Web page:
News & Insights

Autac hosts ISO delegation on electrical and electronic standards

Autac positioned itself firmly on the international map this month when it hosted a delegation of Japanese visitors from international standards agency ISO.

Welcoming the committee was Autac’s Technical Director, Simon Pearce, who has acted as convener of ISO’s working group on connecting cables for towed and towing vehicles for some two years. This working group (its official title being TC22/SC32/ WG9) is one of twelve that fall under the jurisdiction of ISO’s sub-committee for electrical and electronic (E/E) components and cross-sectional specifications for E/E systems and components (SC32).

February’s delegation was led by Susumu Akiyama, SC32 committee convenor, who attended Autac’s Macclesfield site with two other colleagues from the Denso Corporation. With some 80,000 employees worldwide, this Japanese business is considered to be a powerhouse in automotive technology power. Joining them was SC32 committee manager Ayumi Ikeda.

The Autac visit is one of twelve taking place with working group convenors across Europe. It’s the precursor to the global working group convenors meeting in Milan in June where discussions will take place on implementing  ISO initiatives to future proof work in electrical and electronic components.

Assessing the potential of fibre-optic versus copper in vehicle wiring and the importance of 5G infrastructure are areas for keen debate in our industry.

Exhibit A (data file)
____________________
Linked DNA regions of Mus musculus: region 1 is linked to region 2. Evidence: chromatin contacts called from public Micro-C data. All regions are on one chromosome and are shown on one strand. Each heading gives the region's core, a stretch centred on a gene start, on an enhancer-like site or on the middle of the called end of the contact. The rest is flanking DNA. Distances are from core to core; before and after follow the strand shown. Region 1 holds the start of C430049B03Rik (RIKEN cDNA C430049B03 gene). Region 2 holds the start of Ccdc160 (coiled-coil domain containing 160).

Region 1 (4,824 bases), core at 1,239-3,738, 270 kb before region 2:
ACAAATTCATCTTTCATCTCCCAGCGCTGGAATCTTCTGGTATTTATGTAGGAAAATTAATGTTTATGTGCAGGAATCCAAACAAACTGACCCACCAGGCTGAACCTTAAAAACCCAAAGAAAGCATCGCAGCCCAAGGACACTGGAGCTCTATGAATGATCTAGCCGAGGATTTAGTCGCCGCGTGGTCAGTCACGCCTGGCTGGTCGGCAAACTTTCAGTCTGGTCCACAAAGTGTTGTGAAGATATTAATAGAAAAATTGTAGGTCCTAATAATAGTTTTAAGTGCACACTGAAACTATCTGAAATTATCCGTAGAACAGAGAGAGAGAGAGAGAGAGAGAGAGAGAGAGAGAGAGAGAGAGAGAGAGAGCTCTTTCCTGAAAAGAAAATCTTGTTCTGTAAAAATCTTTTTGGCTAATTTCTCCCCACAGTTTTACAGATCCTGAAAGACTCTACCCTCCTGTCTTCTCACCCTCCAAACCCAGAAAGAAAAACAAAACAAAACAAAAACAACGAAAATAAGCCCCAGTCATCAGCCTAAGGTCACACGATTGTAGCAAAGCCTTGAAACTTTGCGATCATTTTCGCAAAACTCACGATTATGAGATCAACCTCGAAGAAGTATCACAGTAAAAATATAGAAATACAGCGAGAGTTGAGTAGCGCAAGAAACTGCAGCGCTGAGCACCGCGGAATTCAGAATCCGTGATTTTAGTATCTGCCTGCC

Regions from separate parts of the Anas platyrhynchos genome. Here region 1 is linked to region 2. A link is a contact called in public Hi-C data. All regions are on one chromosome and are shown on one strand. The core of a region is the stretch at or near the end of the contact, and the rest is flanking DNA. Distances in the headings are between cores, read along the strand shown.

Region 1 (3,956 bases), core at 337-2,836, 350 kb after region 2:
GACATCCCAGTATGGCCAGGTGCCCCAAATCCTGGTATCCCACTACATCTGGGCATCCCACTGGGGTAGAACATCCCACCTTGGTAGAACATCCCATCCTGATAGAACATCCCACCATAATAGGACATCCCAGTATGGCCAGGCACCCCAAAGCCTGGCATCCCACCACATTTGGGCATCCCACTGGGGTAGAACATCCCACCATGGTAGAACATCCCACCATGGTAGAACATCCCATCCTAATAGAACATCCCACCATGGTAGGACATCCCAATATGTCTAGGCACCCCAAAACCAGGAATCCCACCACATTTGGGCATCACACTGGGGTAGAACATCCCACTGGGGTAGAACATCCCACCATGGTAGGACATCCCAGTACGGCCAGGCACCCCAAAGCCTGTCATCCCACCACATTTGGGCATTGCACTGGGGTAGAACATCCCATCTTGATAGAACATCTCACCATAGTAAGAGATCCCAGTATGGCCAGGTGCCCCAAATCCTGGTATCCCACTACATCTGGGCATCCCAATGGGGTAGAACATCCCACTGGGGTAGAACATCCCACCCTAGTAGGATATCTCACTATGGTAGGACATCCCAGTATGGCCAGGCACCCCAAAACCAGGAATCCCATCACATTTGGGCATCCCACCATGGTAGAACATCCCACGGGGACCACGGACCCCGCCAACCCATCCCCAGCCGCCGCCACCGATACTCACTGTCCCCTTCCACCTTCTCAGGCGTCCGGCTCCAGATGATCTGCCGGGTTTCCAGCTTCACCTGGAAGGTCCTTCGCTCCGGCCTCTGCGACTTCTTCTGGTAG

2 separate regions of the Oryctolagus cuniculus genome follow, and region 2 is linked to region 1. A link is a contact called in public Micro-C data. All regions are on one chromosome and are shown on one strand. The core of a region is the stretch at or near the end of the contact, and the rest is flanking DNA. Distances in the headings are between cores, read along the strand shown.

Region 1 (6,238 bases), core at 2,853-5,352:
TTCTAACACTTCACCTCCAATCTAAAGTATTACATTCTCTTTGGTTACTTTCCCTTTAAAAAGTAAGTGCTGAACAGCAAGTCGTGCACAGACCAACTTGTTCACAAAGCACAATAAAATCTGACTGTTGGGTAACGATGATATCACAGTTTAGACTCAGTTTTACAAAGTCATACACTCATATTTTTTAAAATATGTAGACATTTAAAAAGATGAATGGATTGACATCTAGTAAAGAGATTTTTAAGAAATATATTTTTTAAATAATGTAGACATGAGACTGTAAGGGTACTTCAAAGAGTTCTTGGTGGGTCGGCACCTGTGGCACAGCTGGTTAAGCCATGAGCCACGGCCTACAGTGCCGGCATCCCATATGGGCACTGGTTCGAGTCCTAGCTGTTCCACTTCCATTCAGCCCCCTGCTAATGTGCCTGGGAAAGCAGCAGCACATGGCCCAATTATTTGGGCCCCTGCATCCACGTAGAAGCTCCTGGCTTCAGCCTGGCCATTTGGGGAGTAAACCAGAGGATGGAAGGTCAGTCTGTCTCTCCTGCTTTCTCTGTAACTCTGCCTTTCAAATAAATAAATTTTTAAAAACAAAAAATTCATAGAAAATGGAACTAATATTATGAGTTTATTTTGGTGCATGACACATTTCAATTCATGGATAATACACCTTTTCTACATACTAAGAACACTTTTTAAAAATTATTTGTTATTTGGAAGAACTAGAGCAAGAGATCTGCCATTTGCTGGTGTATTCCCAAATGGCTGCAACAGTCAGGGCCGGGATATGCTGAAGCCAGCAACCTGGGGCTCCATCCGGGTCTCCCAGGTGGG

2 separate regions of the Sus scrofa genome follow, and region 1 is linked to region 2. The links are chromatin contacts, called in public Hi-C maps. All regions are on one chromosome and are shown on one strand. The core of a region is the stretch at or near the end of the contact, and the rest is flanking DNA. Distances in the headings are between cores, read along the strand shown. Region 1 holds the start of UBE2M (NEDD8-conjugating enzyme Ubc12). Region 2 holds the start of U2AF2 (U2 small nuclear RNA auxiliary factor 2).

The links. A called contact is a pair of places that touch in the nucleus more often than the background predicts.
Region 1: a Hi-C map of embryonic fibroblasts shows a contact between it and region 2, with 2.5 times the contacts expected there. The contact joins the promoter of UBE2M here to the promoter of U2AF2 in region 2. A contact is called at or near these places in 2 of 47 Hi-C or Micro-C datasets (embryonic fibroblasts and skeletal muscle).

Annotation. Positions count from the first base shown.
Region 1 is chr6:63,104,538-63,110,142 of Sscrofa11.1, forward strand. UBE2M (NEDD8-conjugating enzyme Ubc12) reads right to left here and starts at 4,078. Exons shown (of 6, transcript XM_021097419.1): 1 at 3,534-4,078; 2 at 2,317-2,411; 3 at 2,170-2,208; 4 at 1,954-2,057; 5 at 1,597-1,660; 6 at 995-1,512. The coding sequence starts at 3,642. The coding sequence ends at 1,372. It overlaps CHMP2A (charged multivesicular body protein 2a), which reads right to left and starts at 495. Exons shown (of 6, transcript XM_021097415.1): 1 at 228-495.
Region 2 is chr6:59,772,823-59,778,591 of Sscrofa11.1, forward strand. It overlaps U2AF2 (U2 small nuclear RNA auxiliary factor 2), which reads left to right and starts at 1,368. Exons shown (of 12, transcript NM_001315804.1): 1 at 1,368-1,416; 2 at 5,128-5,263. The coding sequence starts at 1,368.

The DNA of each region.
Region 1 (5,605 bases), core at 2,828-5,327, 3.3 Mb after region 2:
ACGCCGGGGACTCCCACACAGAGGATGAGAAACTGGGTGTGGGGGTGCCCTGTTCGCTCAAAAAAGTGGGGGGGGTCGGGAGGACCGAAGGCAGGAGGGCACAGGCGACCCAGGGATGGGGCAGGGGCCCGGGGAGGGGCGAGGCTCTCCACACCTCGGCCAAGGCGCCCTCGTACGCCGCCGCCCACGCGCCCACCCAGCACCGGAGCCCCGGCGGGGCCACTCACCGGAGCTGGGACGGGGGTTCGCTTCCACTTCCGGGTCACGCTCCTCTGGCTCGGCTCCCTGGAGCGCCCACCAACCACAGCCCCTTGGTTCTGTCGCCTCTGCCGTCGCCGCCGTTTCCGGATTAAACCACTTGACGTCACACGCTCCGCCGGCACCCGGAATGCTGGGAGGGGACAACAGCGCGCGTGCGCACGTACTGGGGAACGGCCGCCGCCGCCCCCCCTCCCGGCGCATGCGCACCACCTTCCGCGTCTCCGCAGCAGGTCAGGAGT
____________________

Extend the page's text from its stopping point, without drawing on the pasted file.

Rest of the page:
As Simon comments,

“The Autac site presented the perfect setting to host this highly influential visit, particularly in light of our company’s ambitions in EV technology. It’s thanks to my experience at Autac and the market insight that comes with that (into plugs, sockets, wire, cable and connectors to name but a few!) that make me ideally placed to engage through ISO on the subjects that matter to our industry.

Assessing the potential of fibre-optic versus copper in vehicle wiring and the importance of 5G infrastructure are areas for keen debate in our industry. Hand in hand with this come requirements for cyber security in ‘over the air’ software updates and subsequent ethical implications.

Using my experience to help inform future industrial standards in this way is hugely exciting and forms a cornerstone of our legacy in the cable industry.”

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